Audi makes quite a big thing of its ‘pre sense’ collision avoidance system. Although I’d heard a lot about it and seen a detailed PowerPoint presentation explaining how it worked, I’d never made use of it. That all changed when I drove the A6 Avant!

The system not only spots potential collision threats and brings the car to a halt if it senses any, it will also regulate the speed of your car to keep you a safe distance from the vehicle in front. With my hands hovering over the steering wheel, the A6 could basically drive itself on straight roads with the pre sense system turned on.

The system does have its limits. In theory it can sense what is going on to the left and right of the car. In reality, it only sense what is going on in front of you. I noticed driving along country lanes that the pre sense detected cars parked in front of me and would bring the car to a halt on detecting them. If, however, I rounded a corner, where there was a high bank on the left side of the car, it didn’t seem to sense the obstruction so a distracted driver would have driven straight into it.

Needless to say, the driver shouldn’t allow themselves to get distracted. It was, nonetheless, further evidence that driverless car technology is on its way.

The A6 is full of some very nice touches such as reading lights in the back seats etc. I can’t list them all but one final feature was a very welcome discovery.

In the boot is a small lever. Pull that lever and the back seats collapse providing you with additional space. There’s no fiddling round for buttons, levers or straps on the seats themselves, it’s all done from that one lever in the boot.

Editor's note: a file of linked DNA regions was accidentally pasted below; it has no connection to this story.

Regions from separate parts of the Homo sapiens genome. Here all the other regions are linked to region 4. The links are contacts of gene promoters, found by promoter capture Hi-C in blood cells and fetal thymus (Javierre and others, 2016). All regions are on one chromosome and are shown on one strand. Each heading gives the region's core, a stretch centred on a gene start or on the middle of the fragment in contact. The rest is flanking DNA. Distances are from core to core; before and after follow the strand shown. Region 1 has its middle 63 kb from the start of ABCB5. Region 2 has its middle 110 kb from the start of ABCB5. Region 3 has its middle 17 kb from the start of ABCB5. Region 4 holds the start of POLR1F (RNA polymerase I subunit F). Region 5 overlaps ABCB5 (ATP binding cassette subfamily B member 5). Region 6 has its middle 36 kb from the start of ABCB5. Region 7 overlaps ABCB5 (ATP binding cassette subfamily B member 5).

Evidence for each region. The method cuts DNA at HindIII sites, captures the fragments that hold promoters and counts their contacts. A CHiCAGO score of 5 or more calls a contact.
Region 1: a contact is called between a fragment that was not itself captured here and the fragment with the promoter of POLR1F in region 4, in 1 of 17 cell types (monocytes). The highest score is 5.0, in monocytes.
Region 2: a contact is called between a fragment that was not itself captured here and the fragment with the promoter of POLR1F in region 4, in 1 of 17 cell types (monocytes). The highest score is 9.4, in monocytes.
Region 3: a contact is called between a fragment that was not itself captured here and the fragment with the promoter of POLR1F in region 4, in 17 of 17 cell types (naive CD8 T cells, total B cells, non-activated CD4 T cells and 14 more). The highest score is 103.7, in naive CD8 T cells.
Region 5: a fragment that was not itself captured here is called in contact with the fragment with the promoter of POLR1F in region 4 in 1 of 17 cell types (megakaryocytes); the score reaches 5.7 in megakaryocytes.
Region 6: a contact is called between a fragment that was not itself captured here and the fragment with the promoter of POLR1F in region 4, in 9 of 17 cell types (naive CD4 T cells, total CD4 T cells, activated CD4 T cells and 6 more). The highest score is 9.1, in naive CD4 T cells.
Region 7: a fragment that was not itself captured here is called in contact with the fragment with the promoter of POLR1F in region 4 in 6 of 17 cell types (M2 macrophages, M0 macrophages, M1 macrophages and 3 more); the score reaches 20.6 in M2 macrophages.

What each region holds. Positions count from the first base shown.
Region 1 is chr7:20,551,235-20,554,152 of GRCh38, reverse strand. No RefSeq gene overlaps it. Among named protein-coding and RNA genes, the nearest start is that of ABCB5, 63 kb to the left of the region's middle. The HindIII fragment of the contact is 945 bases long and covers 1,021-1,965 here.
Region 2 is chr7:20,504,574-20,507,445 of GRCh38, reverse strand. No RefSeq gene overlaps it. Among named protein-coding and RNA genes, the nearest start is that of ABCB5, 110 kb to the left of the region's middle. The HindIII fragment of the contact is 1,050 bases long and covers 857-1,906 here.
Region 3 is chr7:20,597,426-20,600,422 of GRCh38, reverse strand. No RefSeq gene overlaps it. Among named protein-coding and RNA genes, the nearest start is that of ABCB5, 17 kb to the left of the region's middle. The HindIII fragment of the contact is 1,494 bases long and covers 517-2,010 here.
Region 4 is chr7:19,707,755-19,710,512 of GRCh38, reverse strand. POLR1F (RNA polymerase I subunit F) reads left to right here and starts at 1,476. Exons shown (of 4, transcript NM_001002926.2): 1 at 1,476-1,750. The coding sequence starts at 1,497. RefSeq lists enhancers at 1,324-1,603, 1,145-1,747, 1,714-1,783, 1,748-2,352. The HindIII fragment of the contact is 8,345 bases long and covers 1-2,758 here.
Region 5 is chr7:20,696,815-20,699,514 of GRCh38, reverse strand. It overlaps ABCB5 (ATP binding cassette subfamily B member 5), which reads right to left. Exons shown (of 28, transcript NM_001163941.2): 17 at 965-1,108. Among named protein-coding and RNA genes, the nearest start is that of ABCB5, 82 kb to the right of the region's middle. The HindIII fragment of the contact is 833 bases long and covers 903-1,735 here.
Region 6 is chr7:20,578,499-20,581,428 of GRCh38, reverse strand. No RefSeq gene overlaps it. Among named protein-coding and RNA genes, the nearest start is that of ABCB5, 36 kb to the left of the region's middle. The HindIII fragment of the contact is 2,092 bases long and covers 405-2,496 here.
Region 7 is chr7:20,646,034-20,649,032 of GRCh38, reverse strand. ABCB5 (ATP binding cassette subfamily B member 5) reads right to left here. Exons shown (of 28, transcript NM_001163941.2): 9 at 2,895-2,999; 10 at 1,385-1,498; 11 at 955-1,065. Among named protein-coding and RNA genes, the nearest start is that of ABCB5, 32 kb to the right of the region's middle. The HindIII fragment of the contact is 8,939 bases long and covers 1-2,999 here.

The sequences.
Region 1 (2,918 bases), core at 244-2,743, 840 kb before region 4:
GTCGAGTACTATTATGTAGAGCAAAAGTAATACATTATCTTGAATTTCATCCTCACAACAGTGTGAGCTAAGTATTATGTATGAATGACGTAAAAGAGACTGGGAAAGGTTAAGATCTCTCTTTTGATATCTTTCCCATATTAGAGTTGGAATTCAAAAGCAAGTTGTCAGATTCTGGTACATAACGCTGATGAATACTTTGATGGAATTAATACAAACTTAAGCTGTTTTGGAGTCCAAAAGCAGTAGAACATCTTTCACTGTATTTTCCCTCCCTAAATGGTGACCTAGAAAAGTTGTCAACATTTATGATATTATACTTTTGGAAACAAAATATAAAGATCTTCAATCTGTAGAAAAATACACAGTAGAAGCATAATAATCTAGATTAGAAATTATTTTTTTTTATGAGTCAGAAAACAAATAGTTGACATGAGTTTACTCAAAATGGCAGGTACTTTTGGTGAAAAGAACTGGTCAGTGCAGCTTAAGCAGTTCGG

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Pull on this lever and the back seats collapse. Why don’t all cars have this feature?

Big enough to accommodate a family?

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The A6 Avant offered more space than most SUVs.

The big question is whether the Avant is a good family car. I think the short answer is yes, it is.

The car isn’t the size of Western Australia, like the Q7 or its successor, the Q8. The Q2 and Q5 are superb SUVs and the kind of thing you see parked outside schools at half past three every weekday afternoon.

Being SUVs, however, the boot space is limited. Other vehicle’s in Audi’s A class range of cars have a similar issue. I think the Avant is a better vehicle for going on camping trips, doing trips to IKEA or any of the other journeys a family may typically undertake. With its higher spec, it’s also a nicer car for undertaking long journeys.

I would make the one comment. With Izzy’s car seat in place, I was a little surprised at how little leg room there was in the back of the car. If you have very young who still require car seats, you may wish to keep this in mind.

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The A6 Avant didn’t provide a huge amount of leg room in the back fir any little people using a car seat.

On the road price and further information

Being an A6, the Avant has a higher specification than, say, an A4. As a result, it has a price tag to match. At the time of writing, the on the road price for the Audi A6 Avant 50 TDI quatro 286PS S line Tiptronic I was driving is £51,530. Further information can be found online at the Audi website.

Final thoughts

The Audi A6 Avant would make for a great family car, especially if you drive long distances. Nonetheless, you would need to be happy spending over £50,000 on a family car.

The small delay with the engine picking up in drive mode wouldn’t put me off at all. I could also overlook the lack of space in the back seat, although it would bother me if I had to use more than one car seat as you would struggle to get two car seats and an adult in the back.

In summary, another great car from Audi with some great design features. For quality like this, however, you do have to pay.

 

Disclosure: An Audi A6 Avant was loaned to me for the purposes of this feature, Thoughts and opinions entirely my own.